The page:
0

I have a duplex outlet that appears to wired in series. The outlet appears to have 12/2 in and 12/2 out. My hot wire from the breaker box remains hot unless I have 2 different breakers off. I am getting 124V at the outlet. My voltage remains the same with both breakers, just breaker 1, or breaker 2. I have AF / GF breakers and I am not getting a fault code on either breaker.

I am using AF/GR breakers because there is no ground wire (I have an old home) and because the wires are <5.5 I am installing TR outlets. The plates are marked appropriately.

When I disconnect the opposite set of wires, I loose power to my outlets. This is regardless of what combination of breaker is on.

There is only one hot wire (when the outlet is disconnected) in the box. The other black wire does not have power. My neutrals also do not have power.

Do you know why this is occurring? What would you do if you were in my shoes?

enter image description here

  • Hello, and welcome to Home Improvement. What I'd do would be to draw a careful diagram of what you know, and then post it here. Otherwise, we'll have a tough time figuring out what you mean. – Daniel Griscom Jan 16 at 2:51
  • Post a picture of the breaker panel if you can. – manassehkatz Jan 16 at 2:55
  • There is not a jumper between the breakers. Both the hot and neutral are tight to the breaker. The pigtail from the breaker is tight to the neutral bar – Ben Jan 16 at 3:03
  • 1
    Can you trace the box in question back through the homerun(s) to the breaker panel? – ThreePhaseEel Jan 16 at 4:04
  • Wire up a receptacle to the Supply hot and neutral. Plug in a load, almost any load. Does it trip any GFCI? – Harper Jan 16 at 5:32
1

After going through 20+ outlets, switches, and lights I finally found the issue. Big thank you to everyone for their words of advice. 2 black wires and "common" were incorrectly wired from a switch to a light. Basically they ran a black and white wire to the switch making the common hot (of course the white wire wasn't marked with tape) Then they tied 2 black wires together with that common at the light. I completely removed that entire rats nest of confusion and ran new wires for that portion of the circuit. My entire circuit is now GF/AF protected, free of hot neutrals, TR outlets, and most importantly only works off of 1 breaker.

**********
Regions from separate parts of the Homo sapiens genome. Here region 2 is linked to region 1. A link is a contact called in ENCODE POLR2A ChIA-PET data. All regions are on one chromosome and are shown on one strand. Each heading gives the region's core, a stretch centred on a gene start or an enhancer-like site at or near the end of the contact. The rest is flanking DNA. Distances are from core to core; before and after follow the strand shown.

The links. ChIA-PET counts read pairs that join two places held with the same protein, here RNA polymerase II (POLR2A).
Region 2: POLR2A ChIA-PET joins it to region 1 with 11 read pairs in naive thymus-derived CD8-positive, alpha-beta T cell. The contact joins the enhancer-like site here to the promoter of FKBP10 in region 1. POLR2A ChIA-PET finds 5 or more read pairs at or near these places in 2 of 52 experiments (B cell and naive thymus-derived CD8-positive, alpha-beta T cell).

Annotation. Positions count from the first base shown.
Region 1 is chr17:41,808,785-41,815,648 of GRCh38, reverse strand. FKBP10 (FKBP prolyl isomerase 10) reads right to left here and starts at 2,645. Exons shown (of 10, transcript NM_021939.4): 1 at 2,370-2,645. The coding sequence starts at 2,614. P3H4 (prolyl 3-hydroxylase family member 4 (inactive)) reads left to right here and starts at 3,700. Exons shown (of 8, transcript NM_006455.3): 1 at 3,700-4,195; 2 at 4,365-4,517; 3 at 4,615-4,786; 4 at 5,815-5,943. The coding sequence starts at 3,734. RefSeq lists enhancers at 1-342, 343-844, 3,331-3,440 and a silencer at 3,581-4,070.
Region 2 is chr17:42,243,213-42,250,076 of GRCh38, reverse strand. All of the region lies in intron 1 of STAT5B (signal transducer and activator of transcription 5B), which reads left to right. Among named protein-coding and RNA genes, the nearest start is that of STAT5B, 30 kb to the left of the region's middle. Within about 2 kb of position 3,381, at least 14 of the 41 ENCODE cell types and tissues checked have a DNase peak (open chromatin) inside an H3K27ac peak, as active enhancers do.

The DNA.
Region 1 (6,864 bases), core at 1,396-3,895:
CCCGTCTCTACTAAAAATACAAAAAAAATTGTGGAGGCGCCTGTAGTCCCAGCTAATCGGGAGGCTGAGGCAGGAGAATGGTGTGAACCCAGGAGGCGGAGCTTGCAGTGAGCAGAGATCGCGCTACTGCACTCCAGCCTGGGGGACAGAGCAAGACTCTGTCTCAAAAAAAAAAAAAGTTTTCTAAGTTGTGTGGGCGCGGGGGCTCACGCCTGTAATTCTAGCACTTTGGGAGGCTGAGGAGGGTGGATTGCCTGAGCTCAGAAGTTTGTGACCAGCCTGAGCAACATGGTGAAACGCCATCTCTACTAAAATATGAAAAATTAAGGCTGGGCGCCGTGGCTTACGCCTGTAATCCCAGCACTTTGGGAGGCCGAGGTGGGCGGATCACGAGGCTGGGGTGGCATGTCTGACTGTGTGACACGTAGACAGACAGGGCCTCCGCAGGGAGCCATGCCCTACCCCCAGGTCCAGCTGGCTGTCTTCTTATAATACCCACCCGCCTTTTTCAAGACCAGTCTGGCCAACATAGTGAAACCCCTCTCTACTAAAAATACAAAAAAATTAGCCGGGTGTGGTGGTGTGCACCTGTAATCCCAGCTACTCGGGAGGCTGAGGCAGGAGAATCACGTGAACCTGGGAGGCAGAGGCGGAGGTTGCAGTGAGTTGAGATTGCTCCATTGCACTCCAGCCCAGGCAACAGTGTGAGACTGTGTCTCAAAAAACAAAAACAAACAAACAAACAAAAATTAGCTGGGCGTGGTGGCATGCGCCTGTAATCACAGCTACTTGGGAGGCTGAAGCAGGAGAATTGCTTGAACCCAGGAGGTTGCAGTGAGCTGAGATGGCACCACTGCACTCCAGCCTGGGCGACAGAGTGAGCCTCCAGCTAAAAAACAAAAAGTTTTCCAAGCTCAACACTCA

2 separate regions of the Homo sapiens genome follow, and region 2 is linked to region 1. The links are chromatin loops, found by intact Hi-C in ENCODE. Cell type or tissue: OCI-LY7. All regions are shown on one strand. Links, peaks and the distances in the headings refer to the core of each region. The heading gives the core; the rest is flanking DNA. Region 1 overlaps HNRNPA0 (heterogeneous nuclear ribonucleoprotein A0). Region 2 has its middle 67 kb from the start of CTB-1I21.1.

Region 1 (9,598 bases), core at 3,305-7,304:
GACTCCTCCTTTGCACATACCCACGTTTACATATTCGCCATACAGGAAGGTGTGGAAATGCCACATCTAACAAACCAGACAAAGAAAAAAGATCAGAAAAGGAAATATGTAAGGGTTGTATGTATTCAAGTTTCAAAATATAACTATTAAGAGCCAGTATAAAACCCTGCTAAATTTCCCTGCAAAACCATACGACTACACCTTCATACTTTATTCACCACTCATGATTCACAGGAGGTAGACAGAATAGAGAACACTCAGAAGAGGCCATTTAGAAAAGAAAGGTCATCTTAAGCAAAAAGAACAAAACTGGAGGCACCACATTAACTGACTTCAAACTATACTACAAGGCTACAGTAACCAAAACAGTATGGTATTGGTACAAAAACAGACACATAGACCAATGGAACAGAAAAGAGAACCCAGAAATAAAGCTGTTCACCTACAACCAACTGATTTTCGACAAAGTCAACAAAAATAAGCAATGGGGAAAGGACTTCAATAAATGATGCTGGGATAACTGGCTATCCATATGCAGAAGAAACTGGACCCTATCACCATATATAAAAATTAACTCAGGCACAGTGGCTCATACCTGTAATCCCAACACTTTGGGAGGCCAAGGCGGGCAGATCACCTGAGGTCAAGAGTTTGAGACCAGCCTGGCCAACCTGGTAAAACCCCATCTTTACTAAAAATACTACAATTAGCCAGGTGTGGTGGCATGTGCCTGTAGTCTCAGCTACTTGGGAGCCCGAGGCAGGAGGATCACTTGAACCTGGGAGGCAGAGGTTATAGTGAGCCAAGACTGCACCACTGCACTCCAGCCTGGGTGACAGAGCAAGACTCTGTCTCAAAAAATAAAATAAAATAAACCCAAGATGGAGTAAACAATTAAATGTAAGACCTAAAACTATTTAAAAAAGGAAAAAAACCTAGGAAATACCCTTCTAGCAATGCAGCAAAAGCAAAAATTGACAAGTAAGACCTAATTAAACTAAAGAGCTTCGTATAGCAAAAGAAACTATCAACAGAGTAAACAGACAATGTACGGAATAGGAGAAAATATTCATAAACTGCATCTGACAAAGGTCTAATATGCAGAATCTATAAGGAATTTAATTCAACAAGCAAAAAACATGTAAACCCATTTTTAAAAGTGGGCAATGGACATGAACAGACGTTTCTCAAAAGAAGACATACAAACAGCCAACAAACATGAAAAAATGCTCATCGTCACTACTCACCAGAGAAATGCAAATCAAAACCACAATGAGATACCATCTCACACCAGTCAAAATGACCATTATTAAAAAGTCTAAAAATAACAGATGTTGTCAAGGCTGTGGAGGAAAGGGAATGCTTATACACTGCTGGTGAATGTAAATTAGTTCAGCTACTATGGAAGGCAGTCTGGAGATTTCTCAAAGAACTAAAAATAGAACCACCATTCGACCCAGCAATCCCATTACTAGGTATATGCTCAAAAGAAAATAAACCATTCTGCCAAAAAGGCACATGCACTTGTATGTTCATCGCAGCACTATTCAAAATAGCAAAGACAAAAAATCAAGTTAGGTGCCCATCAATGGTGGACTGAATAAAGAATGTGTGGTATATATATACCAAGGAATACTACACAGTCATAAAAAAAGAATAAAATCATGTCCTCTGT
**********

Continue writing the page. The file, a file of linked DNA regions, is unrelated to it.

0

If I'm reading the question right, the receptacle is hot unless TWO breakers are off - so the hots for two circuits are shorted someplace upstream from that box. If you plug, say, a lamp into that receptacle, you have to turn off two breakers to kill power and turn off that lamp.

What this means is that the hot wires from the two circuits are in contact upstream from that receptacle, and they should not be. It could be a short where a wire is damaged and the two circuits come are in contact where they should not be. Or it could just be a mistake - it could someone accidentally spliced black wires from both circuits under a single wire nut, or otherwise terminated them together, where they should have been kept separate.

This is a safety issue because if that circuit is overloaded, the current will be divided between two breakers, and it will fail to trip when it ought to. Overloading that wire could start a fire.

Unfortunately this can be difficult to find. You can look at whats visible and try to figure out how each circuit runs; you can open up every junction box on the two circuits and see if you can find the error or the short. But unless you get lucky it's probably a job for a pro.

Your Answer

By clicking “Post Your Answer”, you agree to our terms of service, privacy policy and cookie policy

Not the answer you're looking for? Browse other questions tagged or ask your own question.